In other families, where female education was not considered necessary or even desirable, this would not have mattered, but most of Maragathamma’s family were highly educated, and they expected all their children, both male and female, to be literate and knowledgeable.
Maragathamma’s grandfather, Tandalan Ramakrishna, was a distinguished Sanskrit scholar, and most of the family was well versed in English, Tamil and Sanskrit. Her father, Sankaranarayana, was also an accomplished Sanskrit scholar and both he and his brother, Venkatasubbiar, were well-regarded lawyers.
When Maragathamma was a small child, Guruswamy, a relative on her mother’s side, gave a promise to her grandfather that he would marry her to his own son Narasimhan. Although Narasimhan was not happy about the proposed marriage, he agreed to it in order to honour his father’s promise. The marriage took place in April 1908 when the girl was barely nine years old. Narasimhan was about twenty at the time. Although child brides sometimes lived in their parents’ house until puberty, in this case Maragathamma was immediately dispatched to the husband’s house with jewellery and a dowry of two bungalows.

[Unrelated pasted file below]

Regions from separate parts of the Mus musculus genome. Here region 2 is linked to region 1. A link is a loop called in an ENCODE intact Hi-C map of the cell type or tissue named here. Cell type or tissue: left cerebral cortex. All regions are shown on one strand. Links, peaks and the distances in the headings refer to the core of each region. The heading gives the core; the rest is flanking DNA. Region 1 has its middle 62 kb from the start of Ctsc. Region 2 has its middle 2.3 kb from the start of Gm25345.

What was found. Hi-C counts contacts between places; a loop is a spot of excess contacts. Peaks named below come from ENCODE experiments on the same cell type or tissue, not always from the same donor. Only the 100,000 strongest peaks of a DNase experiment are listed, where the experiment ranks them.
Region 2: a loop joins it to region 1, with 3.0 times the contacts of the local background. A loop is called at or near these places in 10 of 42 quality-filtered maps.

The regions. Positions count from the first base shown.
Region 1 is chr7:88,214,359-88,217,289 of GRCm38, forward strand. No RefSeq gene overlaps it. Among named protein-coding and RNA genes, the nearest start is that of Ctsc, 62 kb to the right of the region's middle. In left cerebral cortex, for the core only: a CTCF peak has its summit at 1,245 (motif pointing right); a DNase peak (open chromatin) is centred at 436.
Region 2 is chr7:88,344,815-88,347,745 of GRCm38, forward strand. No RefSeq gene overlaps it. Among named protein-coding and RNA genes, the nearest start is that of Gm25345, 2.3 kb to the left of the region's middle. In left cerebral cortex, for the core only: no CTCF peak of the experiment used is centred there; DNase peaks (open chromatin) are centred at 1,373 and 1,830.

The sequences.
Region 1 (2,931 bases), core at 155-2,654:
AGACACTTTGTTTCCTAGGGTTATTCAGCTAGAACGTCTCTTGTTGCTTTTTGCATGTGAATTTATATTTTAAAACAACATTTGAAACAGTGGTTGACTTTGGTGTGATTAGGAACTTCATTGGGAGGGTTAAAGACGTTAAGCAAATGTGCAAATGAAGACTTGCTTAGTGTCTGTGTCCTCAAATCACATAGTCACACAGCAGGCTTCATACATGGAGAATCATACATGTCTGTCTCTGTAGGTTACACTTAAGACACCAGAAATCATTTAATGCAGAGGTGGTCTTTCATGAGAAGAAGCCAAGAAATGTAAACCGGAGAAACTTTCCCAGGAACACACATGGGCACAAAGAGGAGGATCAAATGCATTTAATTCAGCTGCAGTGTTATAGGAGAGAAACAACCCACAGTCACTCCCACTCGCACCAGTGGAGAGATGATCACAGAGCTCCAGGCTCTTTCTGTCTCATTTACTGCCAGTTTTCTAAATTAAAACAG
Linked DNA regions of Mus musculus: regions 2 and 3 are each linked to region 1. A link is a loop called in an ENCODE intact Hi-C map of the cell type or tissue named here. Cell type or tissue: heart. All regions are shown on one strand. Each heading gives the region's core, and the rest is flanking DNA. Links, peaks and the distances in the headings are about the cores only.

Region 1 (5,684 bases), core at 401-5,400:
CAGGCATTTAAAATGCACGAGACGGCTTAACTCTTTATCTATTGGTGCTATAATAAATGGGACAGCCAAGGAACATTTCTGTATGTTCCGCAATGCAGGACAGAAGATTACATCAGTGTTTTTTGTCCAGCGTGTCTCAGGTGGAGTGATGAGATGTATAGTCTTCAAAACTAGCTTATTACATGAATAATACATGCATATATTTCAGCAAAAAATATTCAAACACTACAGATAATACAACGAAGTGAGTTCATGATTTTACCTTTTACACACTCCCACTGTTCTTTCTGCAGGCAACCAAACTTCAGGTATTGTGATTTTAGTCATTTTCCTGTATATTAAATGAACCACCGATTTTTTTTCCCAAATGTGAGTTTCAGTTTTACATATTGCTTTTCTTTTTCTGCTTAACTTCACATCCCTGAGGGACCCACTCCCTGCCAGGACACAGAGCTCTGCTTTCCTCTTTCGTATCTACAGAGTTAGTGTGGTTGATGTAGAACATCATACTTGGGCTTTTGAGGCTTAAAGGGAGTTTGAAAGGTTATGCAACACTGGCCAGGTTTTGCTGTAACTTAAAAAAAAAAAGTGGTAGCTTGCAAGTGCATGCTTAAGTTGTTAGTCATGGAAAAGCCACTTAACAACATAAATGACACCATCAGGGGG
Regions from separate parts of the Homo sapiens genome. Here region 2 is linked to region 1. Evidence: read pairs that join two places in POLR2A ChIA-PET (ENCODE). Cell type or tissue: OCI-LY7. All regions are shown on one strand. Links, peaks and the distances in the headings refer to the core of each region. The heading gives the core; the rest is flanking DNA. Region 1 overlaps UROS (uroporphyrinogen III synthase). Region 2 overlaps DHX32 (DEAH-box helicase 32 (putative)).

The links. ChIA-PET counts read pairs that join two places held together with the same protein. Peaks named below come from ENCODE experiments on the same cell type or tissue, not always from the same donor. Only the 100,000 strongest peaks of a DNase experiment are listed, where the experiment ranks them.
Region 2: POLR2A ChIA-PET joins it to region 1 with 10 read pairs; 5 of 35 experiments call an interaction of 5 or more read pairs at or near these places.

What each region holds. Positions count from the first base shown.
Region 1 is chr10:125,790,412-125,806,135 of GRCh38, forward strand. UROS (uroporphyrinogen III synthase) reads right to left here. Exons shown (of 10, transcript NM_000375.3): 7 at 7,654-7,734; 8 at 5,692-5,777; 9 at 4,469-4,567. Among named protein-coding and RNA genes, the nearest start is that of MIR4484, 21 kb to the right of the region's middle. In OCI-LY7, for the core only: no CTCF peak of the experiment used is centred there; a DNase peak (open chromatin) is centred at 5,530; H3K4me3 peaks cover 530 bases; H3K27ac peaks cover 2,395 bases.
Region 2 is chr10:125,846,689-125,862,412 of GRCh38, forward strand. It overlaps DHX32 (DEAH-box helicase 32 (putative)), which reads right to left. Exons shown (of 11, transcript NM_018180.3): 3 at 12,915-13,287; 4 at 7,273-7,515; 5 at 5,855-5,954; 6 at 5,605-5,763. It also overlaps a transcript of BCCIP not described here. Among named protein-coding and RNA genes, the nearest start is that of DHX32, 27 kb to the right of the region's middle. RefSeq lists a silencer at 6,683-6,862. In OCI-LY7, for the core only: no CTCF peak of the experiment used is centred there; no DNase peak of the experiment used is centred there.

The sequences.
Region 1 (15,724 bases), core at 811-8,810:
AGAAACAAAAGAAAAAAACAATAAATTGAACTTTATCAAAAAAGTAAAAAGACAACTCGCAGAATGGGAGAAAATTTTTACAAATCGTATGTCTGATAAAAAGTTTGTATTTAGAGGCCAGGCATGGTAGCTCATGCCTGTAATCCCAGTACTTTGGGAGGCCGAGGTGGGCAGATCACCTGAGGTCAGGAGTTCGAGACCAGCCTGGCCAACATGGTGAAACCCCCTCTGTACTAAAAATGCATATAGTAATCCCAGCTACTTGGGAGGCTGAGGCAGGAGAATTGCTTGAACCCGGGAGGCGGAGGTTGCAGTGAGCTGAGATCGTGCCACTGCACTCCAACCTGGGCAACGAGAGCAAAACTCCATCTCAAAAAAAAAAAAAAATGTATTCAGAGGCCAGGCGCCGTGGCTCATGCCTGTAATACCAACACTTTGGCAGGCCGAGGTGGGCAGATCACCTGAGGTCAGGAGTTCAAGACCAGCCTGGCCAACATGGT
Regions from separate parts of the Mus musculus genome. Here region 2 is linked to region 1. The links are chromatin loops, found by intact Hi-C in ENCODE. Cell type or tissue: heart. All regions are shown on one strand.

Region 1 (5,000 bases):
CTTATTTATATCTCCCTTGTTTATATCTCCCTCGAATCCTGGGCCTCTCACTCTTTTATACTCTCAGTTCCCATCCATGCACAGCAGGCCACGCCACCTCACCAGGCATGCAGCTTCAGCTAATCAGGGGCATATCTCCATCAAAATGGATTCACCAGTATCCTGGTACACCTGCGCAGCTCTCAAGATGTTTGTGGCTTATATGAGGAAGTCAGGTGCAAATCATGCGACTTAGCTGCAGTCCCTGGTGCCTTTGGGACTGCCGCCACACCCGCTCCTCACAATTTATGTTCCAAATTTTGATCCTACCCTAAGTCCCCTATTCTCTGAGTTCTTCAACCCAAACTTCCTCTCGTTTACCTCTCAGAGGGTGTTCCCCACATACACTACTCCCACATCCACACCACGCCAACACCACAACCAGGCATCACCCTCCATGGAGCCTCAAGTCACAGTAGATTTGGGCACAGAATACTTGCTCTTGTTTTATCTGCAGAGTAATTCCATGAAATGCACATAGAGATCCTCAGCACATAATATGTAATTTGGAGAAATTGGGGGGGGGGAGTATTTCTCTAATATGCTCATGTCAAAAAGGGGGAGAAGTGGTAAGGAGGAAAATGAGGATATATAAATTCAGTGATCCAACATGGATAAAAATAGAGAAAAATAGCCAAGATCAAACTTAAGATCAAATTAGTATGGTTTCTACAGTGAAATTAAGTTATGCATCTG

During the Navaratri celebrations of 1908 Maragathamma was taken back to her father’s house. Her grandmother had been a great devotee of Tiruttani Muruga and throughout her childhood Maragathamma had listened to tales of the greatness of Lord Muruga. During this visit she had a life-defining vision. This is how her biographer describes it:
One day [during this Navaratri visit to her father] when she was lying down near her grandmother, she beheld a vision. In that [vision] she saw Lord Muruga, [appearing] as a young boy of twelve, come to her slowly and reluctantly, gently playing with His peacock. He playfully took her hand in His own, lest she should get frightened of Him. He pressed it with love and told her, ‘I love you very much… ’